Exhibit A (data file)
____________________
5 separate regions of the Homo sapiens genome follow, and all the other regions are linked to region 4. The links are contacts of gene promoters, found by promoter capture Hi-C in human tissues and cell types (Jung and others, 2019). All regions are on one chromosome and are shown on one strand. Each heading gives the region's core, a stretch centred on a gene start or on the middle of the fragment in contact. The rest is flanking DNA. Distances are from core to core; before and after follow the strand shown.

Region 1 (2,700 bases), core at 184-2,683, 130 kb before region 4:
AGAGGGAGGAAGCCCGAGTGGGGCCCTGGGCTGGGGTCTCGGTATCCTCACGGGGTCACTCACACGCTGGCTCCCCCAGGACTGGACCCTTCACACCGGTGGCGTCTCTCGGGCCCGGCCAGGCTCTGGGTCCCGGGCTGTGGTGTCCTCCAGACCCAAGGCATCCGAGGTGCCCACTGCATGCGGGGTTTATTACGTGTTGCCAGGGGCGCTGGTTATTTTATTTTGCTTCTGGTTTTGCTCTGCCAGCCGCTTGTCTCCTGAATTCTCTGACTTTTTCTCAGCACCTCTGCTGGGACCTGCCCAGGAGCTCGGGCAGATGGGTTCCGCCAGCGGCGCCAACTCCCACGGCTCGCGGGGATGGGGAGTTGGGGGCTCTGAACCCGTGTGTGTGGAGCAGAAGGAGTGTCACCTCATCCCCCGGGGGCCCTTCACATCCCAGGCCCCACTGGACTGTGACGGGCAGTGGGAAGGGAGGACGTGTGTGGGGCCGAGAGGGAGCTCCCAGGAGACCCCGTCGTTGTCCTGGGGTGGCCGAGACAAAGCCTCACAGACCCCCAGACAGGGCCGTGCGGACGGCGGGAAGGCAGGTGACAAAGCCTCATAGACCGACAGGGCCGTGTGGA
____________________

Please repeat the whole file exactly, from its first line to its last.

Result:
5 separate regions of the Homo sapiens genome follow, and all the other regions are linked to region 4. The links are contacts of gene promoters, found by promoter capture Hi-C in human tissues and cell types (Jung and others, 2019). All regions are on one chromosome and are shown on one strand. Each heading gives the region's core, a stretch centred on a gene start or on the middle of the fragment in contact. The rest is flanking DNA. Distances are from core to core; before and after follow the strand shown.

Region 1 (2,700 bases), core at 184-2,683, 130 kb before region 4:
AGAGGGAGGAAGCCCGAGTGGGGCCCTGGGCTGGGGTCTCGGTATCCTCACGGGGTCACTCACACGCTGGCTCCCCCAGGACTGGACCCTTCACACCGGTGGCGTCTCTCGGGCCCGGCCAGGCTCTGGGTCCCGGGCTGTGGTGTCCTCCAGACCCAAGGCATCCGAGGTGCCCACTGCATGCGGGGTTTATTACGTGTTGCCAGGGGCGCTGGTTATTTTATTTTGCTTCTGGTTTTGCTCTGCCAGCCGCTTGTCTCCTGAATTCTCTGACTTTTTCTCAGCACCTCTGCTGGGACCTGCCCAGGAGCTCGGGCAGATGGGTTCCGCCAGCGGCGCCAACTCCCACGGCTCGCGGGGATGGGGAGTTGGGGGCTCTGAACCCGTGTGTGTGGAGCAGAAGGAGTGTCACCTCATCCCCCGGGGGCCCTTCACATCCCAGGCCCCACTGGACTGTGACGGGCAGTGGGAAGGGAGGACGTGTGTGGGGCCGAGAGGGAGCTCCCAGGAGACCCCGTCGTTGTCCTGGGGTGGCCGAGACAAAGCCTCACAGACCCCCAGACAGGGCCGTGCGGACGGCGGGAAGGCAGGTGACAAAGCCTCATAGACCGACAGGGCCGTGTGGA